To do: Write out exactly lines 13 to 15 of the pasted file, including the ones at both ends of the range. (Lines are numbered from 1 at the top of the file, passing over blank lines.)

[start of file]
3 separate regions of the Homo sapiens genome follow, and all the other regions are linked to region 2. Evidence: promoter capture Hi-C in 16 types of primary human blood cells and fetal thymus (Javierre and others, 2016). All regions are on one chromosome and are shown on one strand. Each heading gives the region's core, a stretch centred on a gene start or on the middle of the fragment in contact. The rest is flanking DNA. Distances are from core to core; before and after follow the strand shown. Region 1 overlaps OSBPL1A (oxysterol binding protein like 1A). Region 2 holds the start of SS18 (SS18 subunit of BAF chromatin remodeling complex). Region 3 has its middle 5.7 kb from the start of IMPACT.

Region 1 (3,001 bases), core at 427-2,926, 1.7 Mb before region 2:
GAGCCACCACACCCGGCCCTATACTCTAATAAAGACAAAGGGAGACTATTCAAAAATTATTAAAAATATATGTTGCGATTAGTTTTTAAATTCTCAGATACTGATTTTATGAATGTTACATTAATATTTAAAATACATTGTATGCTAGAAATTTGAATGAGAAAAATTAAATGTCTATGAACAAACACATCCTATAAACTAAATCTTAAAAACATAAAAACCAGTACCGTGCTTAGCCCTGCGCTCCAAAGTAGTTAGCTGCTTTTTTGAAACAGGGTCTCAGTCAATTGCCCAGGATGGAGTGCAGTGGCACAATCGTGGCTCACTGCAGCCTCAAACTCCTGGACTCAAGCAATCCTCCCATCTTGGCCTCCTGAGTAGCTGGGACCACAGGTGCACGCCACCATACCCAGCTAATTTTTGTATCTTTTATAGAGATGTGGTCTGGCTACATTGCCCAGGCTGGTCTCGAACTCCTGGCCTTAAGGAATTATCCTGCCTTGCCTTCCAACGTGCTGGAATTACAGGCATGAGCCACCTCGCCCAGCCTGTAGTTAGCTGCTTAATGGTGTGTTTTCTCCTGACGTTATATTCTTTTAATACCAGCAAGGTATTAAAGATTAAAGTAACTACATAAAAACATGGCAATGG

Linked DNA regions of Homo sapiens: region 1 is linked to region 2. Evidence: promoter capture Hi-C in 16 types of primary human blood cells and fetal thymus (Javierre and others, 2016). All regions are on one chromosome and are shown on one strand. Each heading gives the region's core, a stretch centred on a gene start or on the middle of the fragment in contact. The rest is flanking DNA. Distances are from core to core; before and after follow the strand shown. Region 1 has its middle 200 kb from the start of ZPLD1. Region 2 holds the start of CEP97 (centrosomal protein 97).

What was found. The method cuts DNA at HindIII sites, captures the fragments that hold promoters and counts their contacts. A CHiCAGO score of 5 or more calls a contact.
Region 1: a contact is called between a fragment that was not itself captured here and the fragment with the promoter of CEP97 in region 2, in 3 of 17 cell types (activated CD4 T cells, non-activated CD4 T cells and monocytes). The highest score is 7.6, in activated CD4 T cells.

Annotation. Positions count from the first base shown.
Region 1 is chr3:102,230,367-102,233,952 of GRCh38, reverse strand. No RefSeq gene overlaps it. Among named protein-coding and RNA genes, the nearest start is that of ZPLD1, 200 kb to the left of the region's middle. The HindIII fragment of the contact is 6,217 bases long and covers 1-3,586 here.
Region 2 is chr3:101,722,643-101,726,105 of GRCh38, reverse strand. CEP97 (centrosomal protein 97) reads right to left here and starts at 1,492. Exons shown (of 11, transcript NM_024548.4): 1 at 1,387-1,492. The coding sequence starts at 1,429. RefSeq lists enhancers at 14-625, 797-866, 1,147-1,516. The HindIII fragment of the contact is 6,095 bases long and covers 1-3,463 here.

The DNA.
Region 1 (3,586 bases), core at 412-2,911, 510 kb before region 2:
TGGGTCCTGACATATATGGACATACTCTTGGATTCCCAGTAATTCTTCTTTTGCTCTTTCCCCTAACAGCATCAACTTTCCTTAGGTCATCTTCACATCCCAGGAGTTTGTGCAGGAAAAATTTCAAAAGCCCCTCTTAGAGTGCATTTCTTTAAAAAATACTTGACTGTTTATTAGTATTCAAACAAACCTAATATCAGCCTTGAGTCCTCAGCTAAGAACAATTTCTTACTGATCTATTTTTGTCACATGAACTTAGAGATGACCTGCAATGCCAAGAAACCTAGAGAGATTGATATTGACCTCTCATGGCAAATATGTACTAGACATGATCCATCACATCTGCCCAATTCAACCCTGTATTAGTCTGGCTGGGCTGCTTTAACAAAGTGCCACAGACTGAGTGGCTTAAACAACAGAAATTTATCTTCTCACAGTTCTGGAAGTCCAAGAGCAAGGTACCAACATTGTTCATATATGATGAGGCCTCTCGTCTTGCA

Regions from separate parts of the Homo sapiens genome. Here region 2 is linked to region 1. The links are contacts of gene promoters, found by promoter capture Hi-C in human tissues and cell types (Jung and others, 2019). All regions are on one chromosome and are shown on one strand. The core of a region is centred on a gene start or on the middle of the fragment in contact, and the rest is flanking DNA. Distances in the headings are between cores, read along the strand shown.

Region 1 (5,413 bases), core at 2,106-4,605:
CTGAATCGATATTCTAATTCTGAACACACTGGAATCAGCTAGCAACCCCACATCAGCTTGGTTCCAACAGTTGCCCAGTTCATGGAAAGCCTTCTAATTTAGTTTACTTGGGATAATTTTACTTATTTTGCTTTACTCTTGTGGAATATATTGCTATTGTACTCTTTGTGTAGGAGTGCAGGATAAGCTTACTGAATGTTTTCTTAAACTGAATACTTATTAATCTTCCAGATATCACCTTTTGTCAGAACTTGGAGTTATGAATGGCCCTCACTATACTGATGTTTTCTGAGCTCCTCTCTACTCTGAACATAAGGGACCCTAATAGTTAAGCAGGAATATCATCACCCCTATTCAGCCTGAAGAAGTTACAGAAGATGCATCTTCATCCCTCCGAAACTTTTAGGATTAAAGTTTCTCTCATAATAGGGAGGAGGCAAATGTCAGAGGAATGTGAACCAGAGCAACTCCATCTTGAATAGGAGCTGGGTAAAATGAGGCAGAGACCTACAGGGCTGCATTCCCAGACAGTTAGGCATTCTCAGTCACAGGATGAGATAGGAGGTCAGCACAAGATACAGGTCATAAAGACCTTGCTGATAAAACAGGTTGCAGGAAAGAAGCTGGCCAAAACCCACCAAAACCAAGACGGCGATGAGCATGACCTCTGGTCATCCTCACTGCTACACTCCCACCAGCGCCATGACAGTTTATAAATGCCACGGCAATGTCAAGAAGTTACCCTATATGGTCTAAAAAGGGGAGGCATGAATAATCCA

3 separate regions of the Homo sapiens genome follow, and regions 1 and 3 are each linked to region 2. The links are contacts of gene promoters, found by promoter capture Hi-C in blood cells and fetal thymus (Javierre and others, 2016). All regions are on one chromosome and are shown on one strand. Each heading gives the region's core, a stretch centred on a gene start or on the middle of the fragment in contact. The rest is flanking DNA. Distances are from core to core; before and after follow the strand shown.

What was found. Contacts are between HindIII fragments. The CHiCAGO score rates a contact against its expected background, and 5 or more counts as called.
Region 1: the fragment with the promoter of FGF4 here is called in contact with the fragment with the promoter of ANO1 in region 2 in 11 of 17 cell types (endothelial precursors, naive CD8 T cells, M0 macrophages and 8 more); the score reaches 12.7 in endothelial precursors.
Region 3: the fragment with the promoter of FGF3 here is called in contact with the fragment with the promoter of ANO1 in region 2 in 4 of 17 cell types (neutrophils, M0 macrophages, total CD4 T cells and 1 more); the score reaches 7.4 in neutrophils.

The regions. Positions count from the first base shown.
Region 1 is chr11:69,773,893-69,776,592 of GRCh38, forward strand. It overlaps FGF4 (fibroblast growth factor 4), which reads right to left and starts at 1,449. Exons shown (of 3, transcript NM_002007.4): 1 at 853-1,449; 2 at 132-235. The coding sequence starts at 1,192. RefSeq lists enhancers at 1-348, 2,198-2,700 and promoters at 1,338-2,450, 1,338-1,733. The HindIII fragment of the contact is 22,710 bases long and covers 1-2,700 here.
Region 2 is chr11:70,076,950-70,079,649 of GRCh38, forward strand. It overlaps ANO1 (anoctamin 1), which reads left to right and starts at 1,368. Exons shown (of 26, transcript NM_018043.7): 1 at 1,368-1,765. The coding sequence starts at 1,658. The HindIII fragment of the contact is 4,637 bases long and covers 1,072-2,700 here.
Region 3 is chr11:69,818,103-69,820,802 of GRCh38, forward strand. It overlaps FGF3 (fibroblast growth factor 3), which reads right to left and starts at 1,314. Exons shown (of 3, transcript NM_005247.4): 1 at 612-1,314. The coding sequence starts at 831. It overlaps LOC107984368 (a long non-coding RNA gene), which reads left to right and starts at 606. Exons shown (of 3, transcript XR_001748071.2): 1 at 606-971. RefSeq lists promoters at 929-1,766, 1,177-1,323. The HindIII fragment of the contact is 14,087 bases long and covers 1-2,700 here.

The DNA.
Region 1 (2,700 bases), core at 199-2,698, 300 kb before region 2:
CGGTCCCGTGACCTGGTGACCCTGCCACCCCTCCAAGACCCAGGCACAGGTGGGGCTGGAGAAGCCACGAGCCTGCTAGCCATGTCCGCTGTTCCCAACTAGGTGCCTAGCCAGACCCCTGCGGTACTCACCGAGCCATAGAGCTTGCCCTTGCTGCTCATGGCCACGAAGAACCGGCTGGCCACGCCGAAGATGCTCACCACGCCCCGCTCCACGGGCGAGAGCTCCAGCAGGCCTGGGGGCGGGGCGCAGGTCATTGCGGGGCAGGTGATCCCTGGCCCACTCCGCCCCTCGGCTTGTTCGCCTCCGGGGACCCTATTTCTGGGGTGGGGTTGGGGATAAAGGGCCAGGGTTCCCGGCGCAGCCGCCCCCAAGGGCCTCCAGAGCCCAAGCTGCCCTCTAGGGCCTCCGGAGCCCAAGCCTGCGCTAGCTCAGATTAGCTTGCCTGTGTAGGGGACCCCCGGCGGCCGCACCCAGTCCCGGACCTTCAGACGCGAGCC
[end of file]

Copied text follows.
Regions from separate parts of the Homo sapiens genome. Here region 2 is linked to region 1. The links are contacts of gene promoters, found by promoter capture Hi-C in human tissues and cell types (Jung and others, 2019). All regions are on one chromosome and are shown on one strand. The core of a region is centred on a gene start or on the middle of the fragment in contact, and the rest is flanking DNA. Distances in the headings are between cores, read along the strand shown.

Region 1 (5,413 bases), core at 2,106-4,605:
CTGAATCGATATTCTAATTCTGAACACACTGGAATCAGCTAGCAACCCCACATCAGCTTGGTTCCAACAGTTGCCCAGTTCATGGAAAGCCTTCTAATTTAGTTTACTTGGGATAATTTTACTTATTTTGCTTTACTCTTGTGGAATATATTGCTATTGTACTCTTTGTGTAGGAGTGCAGGATAAGCTTACTGAATGTTTTCTTAAACTGAATACTTATTAATCTTCCAGATATCACCTTTTGTCAGAACTTGGAGTTATGAATGGCCCTCACTATACTGATGTTTTCTGAGCTCCTCTCTACTCTGAACATAAGGGACCCTAATAGTTAAGCAGGAATATCATCACCCCTATTCAGCCTGAAGAAGTTACAGAAGATGCATCTTCATCCCTCCGAAACTTTTAGGATTAAAGTTTCTCTCATAATAGGGAGGAGGCAAATGTCAGAGGAATGTGAACCAGAGCAACTCCATCTTGAATAGGAGCTGGGTAAAATGAGGCAGAGACCTACAGGGCTGCATTCCCAGACAGTTAGGCATTCTCAGTCACAGGATGAGATAGGAGGTCAGCACAAGATACAGGTCATAAAGACCTTGCTGATAAAACAGGTTGCAGGAAAGAAGCTGGCCAAAACCCACCAAAACCAAGACGGCGATGAGCATGACCTCTGGTCATCCTCACTGCTACACTCCCACCAGCGCCATGACAGTTTATAAATGCCACGGCAATGTCAAGAAGTTACCCTATATGGTCTAAAAAGGGGAGGCATGAATAATCCA